IT IS PERHAPS easiest to examine the issue more closely by moving farther away, to an Information Age driven by another technology: Print. To be sure, print was not a perfect instrument for the dissemination of knowledge—after all, there were errata, misinformation, misspellings and misrepresentation as in the case of the so-called “wicked bible” printed by R. Barker in 1631, which commanded its readers, “Thou shalt commit adultery.”

Nonetheless, print made information previously inaccessible available and to a wide audience, both geographically and socio-economically. That audience only grew as print technology became more sophisticated and printed materials lost the prohibitions of cost. The implications are many and vast. The facets of the consequences are impossible to calculate. One among many is a question of relationship, the relationship between a reader and the medium. In the case of print, what exactly did the dialectic created between reader, text, and the former’s assimilation of the latter yield? How did medium impact the way ideas were formed?

There is no single paradigm to map the relationship between the information flow technology enables and the impact it has on its audience.

There is no single paradigm to map the relationship between the information flow technology enables and the impact it has on its audience. However, two historical figures—contemporaries and most certainly strangers—supply dramatic versions of what that relationship and its effects might be. It was the second half of the sixteenth century and print technology had shaken off crude incunabula, had outstripped the challenges of printing with characters of different alphabets, had mastered the union of woodblock images and print. In short, as a technology, it was in the sixteenth century that print assumed a new standard of sophistication.

tassodelacTHE FIRST CASE is a drama of information run amok, beyond control. It concerns less the nature of the relationship between the reader and the information they imbibed in print and more the consequences of that information’s untrammeled dissemination. It was this lack of control and subsequent fear of print that goaded poet Torquato Tasso (1544-1595) to madness. While a courtier in the employ of the Este family of Ferrara, Tasso composed what was then considered greatest form of poetry one could write: epic. Tasso’s Gerusalemme liberata, which is set during the First Crusade, recounts the struggle to possess and triumph over Jerusalem by Crusaders. The poem, which officially appeared in 1581, would later influence generations of poets, musicians and artists.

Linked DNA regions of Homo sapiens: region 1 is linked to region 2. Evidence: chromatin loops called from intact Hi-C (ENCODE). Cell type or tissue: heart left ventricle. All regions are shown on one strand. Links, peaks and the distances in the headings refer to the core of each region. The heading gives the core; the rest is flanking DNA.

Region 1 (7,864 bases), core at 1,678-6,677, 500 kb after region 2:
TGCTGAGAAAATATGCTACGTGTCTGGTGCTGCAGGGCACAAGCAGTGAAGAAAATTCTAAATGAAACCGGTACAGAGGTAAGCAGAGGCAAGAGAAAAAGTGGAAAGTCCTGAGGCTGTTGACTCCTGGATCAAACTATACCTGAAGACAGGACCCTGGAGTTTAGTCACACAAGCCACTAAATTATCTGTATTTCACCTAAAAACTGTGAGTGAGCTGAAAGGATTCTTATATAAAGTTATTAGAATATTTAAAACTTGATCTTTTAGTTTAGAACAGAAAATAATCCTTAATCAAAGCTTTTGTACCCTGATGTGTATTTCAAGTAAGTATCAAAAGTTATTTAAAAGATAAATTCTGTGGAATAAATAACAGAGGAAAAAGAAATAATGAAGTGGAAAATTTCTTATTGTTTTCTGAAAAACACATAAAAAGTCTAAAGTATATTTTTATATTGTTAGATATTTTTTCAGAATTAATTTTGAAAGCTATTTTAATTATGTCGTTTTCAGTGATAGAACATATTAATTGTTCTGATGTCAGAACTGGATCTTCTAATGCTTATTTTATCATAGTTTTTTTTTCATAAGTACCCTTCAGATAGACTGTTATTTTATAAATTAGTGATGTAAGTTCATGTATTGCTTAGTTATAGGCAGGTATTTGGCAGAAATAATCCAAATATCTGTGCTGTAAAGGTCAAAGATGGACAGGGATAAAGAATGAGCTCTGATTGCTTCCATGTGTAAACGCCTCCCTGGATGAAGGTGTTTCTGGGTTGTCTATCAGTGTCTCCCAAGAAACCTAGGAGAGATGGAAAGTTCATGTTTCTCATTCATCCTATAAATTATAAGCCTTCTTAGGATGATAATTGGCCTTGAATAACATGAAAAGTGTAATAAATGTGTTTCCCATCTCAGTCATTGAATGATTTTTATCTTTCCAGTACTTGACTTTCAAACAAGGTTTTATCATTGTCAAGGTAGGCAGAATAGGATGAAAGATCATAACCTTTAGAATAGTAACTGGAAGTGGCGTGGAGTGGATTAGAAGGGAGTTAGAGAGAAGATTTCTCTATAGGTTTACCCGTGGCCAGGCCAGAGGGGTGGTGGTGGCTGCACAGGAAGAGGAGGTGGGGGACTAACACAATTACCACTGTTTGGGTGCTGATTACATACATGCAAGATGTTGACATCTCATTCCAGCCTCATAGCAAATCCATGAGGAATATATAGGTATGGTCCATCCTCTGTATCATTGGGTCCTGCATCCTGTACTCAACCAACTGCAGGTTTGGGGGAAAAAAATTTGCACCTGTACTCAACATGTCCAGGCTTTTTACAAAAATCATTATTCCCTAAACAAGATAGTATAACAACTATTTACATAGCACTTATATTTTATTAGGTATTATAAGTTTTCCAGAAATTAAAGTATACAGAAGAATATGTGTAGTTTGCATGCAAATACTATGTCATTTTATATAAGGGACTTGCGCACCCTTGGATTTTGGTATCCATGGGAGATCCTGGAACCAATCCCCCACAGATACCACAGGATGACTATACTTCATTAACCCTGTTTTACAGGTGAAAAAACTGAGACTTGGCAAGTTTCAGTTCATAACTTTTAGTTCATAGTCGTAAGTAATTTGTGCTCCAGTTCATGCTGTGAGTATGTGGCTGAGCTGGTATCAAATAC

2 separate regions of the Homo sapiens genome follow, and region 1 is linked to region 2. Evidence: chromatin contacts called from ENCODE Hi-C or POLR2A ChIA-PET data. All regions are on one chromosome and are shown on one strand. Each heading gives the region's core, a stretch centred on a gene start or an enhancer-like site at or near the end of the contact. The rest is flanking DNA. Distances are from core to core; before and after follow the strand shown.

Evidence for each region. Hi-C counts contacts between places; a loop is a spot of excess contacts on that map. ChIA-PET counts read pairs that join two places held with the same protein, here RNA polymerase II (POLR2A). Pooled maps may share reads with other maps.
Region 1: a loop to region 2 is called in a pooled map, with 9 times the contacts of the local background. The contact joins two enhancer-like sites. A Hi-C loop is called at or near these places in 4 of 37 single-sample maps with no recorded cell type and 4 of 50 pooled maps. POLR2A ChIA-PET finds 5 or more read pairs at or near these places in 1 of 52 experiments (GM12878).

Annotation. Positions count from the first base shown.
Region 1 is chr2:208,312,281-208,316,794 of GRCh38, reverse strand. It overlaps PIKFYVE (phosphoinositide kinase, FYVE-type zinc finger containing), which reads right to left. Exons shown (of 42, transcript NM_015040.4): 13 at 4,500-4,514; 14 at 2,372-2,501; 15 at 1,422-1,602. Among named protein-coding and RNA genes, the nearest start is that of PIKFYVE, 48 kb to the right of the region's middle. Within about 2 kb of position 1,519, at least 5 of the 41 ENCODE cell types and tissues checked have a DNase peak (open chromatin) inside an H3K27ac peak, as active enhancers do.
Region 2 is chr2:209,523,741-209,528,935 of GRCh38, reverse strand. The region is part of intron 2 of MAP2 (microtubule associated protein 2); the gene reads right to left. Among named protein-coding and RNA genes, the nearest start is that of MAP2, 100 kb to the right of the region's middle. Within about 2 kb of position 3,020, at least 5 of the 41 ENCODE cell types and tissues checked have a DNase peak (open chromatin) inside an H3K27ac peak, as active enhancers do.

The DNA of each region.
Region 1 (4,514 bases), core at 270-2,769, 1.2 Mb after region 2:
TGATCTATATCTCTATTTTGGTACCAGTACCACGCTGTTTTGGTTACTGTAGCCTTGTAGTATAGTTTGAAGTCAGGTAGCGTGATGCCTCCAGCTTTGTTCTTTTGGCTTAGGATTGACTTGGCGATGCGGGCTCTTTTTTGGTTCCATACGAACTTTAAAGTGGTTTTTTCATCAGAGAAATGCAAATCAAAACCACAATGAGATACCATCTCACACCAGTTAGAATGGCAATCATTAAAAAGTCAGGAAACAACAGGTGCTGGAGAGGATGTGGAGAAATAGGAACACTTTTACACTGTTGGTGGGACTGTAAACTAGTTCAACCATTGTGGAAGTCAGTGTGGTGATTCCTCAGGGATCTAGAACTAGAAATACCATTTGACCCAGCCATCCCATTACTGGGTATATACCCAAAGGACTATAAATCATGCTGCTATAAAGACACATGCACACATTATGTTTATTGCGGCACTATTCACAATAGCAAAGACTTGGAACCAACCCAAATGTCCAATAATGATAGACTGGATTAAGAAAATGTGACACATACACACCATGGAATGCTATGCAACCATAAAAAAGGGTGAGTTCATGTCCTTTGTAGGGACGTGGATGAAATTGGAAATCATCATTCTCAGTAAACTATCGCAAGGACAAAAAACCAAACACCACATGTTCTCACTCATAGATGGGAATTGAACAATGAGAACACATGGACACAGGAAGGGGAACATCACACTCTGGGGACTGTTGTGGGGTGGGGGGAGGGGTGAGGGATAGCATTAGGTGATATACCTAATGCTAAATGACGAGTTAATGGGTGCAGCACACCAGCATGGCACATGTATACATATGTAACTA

In these times, the celebrity of Tasso’s poem of twenty cantos has diminished. It is generally recognized only by students, specialists and opera-goers. But in the sixteetnth and seventeenth century, the liberata was a seminal source of inspiration. Milton borrowed from (albeit not with unmixed adoration) heavily in Paradise Lost. As most who are familiar with Tasso’s œuvre today know, the work shifted in the course of the poet’s lifetime from earnest, numerous imitations of Petrarchan sonnets, the graceful pastoral drama known as the Aminta and numerous dialogues to the marmoreal morality of the liberata and, when Tasso discovered potential ambiguity even there, he revised it into the dreadful, tedious Gerusalemme conquistata.